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Bill Green has been barbecuing for years. Now he has his own restaurant. Bring it on! 

click to enlarge See more photos from Flavors BBQ Sports Bar & Grill.

Jennifer Silverberg

See more photos from Flavors BBQ Sports Bar & Grill.

I'm at a sports bar, right? It says so on the sign outside: Flavors BBQ Sports Bar & Grill. Even though no sports are playing on the TVs above the bar — it's a show on the History Channel called MonsterQuest in which actual people reenact actual encounters with actual monsters; today's episode involves something called the Hillbilly Beast, whose purported existence seems like a pretty strong argument for gun rights — I should order some wings.

The wings here are smoked, not fried, and they are massive. Each is served as one whole wing, all three parts (tip, middle wing and drumette) still attached, and even the typically scrawny tip is plumper than usual. Would I be surprised to see the chickens from whence these wings came on a future edition of MonsterQuest?

Best not to answer that question and enjoy the wings. They are terrific. The exterior has a peppery dry rub that negates the need for barbecue sauce. The meat is juicy and rich with the flavor of hickory smoke. I snap the bones to get at every last morsel, and even though the Hillbilly Beast remains undiscovered, I finish my meal utterly happy.

More than any other food, barbecue has the power to transcend its surroundings. In most cases, this is the sublime pleasure of meat cooked low and slow eaten off a paper plate in a place politely described as a joint but more accurately called a shack. Sometimes, there is no restaurant, only a battered barrel smoker on a street corner or in a parking lot.

Flavors BBQ displays this power in somewhat unusual fashion. It opened three months ago in the Forest Park Southeast space that was home to the bistro Five before it moved to the Hill last summer. The layout remains essentially the same: You enter into the bar, which features multiple TV sets and high-top tables. A short hallway leads to a smaller, more sedate dining room. While the décor no longer suggests a higher-end restaurant like Five, it doesn't suggest a sports bar and grill, either. There are TVs, of course, and a dartboard, but I didn't see any sports memorabilia. And the place certainly doesn't scream barbecue, joint, shack or otherwise.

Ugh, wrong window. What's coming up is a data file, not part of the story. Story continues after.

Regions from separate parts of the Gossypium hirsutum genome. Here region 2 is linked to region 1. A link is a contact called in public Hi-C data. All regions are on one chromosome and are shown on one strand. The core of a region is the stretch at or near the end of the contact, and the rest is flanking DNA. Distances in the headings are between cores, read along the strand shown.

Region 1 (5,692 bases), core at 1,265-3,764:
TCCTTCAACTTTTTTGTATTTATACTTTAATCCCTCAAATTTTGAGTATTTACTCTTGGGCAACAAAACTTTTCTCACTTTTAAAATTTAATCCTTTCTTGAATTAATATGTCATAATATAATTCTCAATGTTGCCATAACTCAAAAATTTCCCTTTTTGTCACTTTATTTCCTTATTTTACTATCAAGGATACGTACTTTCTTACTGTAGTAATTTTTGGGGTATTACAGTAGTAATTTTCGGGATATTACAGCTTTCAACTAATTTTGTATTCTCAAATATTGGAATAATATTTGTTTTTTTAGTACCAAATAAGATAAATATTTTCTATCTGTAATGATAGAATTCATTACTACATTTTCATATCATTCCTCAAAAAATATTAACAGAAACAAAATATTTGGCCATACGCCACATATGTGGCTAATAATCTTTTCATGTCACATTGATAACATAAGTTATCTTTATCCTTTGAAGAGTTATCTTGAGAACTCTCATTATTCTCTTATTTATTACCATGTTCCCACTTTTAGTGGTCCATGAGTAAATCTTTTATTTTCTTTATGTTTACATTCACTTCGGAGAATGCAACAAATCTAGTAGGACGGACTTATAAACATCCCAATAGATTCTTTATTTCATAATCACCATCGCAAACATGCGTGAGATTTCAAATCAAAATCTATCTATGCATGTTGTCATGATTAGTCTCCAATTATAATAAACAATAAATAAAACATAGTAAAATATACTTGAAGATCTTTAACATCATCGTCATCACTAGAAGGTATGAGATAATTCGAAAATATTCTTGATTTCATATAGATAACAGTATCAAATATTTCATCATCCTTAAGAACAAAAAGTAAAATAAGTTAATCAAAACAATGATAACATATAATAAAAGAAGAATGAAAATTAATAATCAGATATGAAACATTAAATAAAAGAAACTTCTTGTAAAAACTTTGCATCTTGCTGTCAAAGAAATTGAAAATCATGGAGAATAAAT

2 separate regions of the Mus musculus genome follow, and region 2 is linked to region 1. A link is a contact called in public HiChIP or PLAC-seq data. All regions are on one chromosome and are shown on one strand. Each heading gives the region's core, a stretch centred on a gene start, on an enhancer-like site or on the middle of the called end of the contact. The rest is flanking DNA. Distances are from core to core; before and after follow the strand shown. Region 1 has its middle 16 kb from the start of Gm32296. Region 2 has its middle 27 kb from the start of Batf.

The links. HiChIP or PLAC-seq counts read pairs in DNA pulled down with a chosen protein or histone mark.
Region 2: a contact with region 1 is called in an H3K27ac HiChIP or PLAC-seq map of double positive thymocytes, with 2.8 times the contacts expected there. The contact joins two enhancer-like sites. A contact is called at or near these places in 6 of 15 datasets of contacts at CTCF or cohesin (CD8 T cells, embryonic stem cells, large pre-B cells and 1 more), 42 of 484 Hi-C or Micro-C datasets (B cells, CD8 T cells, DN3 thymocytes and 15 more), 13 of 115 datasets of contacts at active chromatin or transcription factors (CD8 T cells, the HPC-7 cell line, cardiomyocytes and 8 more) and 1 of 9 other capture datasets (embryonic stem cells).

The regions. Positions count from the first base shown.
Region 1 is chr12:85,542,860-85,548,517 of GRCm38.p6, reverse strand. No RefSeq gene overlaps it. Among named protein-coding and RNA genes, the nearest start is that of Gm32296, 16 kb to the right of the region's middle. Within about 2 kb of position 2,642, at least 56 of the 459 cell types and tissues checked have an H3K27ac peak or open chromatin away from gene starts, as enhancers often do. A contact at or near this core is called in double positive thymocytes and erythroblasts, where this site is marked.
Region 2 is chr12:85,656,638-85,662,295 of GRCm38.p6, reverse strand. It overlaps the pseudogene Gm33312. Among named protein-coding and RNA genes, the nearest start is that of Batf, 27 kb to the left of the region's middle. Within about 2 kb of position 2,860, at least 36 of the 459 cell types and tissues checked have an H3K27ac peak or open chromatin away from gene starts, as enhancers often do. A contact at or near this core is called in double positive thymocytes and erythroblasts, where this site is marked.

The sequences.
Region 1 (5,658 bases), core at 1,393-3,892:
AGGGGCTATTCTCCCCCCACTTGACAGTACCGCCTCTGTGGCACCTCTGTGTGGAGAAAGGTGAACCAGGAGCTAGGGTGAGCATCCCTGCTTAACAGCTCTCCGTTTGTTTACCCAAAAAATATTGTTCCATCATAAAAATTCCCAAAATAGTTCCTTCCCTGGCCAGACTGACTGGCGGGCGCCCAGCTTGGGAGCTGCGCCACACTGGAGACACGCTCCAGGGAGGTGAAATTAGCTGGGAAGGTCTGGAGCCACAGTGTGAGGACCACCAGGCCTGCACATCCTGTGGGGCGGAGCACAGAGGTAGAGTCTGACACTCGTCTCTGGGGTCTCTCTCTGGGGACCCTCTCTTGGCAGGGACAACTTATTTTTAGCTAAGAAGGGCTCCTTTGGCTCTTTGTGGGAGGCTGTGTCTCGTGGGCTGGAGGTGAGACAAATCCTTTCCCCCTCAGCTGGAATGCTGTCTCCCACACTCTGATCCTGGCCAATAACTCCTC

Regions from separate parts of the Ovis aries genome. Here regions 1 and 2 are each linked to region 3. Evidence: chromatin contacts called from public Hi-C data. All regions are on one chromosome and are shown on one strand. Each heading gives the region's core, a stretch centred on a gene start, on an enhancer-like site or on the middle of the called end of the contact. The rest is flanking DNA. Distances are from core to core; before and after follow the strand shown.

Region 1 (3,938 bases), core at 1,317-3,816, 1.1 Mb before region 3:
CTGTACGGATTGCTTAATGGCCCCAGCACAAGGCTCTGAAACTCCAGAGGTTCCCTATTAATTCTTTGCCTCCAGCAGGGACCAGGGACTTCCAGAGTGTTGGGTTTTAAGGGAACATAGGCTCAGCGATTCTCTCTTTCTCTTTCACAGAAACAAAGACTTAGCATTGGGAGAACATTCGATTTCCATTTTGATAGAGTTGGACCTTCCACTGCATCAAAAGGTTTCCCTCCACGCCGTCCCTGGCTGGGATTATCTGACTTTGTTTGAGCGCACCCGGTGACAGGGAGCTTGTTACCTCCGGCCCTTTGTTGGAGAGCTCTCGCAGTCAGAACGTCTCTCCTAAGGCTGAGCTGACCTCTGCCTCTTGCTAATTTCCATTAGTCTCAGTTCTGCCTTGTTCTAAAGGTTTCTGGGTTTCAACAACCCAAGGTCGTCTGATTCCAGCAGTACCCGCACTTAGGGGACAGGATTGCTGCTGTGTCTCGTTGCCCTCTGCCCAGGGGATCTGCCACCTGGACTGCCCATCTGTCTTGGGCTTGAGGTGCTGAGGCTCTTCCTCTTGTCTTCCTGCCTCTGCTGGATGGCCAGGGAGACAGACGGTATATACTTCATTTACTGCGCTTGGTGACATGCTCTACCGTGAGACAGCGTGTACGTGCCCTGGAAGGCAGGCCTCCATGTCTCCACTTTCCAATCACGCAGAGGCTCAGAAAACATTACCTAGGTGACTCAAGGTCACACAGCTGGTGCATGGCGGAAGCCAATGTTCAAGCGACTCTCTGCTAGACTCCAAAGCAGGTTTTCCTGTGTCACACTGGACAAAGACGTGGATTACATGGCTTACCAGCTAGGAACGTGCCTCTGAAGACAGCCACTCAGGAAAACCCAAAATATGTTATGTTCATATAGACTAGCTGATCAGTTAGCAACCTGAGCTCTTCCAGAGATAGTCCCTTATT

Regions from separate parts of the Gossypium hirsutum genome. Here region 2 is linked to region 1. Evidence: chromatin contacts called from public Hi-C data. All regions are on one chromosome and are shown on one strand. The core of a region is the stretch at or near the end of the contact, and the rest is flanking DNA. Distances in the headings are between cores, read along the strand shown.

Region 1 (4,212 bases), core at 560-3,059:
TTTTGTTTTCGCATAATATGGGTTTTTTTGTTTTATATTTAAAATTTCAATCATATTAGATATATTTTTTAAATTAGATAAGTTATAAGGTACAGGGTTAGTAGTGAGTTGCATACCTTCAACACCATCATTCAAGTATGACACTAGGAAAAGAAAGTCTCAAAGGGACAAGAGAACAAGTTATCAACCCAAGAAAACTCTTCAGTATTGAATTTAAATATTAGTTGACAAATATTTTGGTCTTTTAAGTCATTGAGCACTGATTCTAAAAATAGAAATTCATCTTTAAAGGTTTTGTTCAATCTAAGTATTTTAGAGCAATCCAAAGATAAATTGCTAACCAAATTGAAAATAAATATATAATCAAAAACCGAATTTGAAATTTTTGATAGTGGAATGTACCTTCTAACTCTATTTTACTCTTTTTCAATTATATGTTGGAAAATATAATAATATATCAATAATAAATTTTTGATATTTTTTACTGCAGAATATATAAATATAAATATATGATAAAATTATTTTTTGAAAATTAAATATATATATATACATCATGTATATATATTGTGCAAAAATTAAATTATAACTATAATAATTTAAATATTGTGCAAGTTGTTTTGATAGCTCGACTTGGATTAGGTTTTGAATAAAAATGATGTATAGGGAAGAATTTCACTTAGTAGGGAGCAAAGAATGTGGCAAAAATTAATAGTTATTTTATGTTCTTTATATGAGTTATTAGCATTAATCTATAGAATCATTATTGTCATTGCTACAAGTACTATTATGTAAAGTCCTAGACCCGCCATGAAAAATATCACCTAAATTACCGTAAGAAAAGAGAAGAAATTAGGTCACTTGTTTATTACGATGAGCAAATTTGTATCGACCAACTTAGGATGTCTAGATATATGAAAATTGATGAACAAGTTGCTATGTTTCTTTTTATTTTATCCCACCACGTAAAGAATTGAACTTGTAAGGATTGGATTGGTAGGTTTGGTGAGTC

Really, its name aside, the restaurant feels like a blank slate. Until your food arrives.

Owner Bill Green has been barbecuing for a long time, but Flavors BBQ is the 56-year-old's first restaurant. ("It was my passion to do this when I retire," he explains.) Hickory is his woodsmoke of choice, and he uses a secret dry rub passed down to him by his father. The results are almost uniformly excellent. If it isn't the best barbecue in town, it certainly belongs in a discussion of the top five.

The wings might be my favorite — they were certainly the biggest surprise — but the ribs run a very close second. You can order both spare or loin back (a.k.a. baby back) ribs here. I prefer the loin-back ribs, which give you more meat on the bone as well as an extra layer of meat atop the ribs. That is a matter of personal taste, though. Both slabs were perfectly tender, the meat pulling easily from the bone but not falling off it. In each case the dry rub added a subtle spicing to the meat. The ribs, with that unbeatable combo of woodsmoke and pork's natural flavor, don't need much help.

Beef brisket is another standout. I've written before of my uneasy relationship with this cut, which in the wrong hands is tough and flavorless. The brisket at Flavors BBQ is as tender as any I've had, though. The kitchen slices it paper-thin so that the meat seems to dissolve on the tongue. Here the dry rub plays a much greater role in the flavor, giving the brisket a very sharp edge of black pepper and salt. (I might have toned down the salt just a smidge.)

The pulled pork is quite good, moist and flavorful. If I sound hesitant, it's only because the pork ribs offer so much bang for your buck. Among the barbecue meats I tried, the only disappointment was the pulled chicken, which was dry. The house barbecue sauce is on thin side and not very distinctive, a little tangy, not much sweetness or heat. Except on the pulled chicken, I used it sparingly.

As at most barbecue joints, most meats are available as a sandwich or a platter. The former comes with one side, the latter two. These sides were a mixed bag. The French fries are average, but the sweet-potato fries are crisp and flavorful. Onion rings are big and fried to a beautiful medium brown but are a bit too much to pair with a big plate of meat. Green beans are overcooked, a barbecue inevitability, but the flavor is amped up with bits of smoked turkey.

In terms of service, the restaurant is still finding its feet, with the floor staff and the kitchen not quite in sync. Multiple orders arrived at staggered times. On one occasion my server didn't tell me that kitchen was out of pulled pork until fifteen minutes after I placed my order.

Still, it is the power of barbecue that once I had my ribs or wings in front of me, any small annoyances quickly faded into the background. Sad to say, there is a lot of subpar barbecue out there: improperly cooked, doctored with liquid smoke, swamped with syrupy sweet sauce. Finding the good stuff, whether in the archetypal shack or here, in a bistro-turned-sports bar, is nearly as challenging as finding the Hillbilly Beast somewhere in the dark backwoods of Kentucky — and a far greater cause for celebration.

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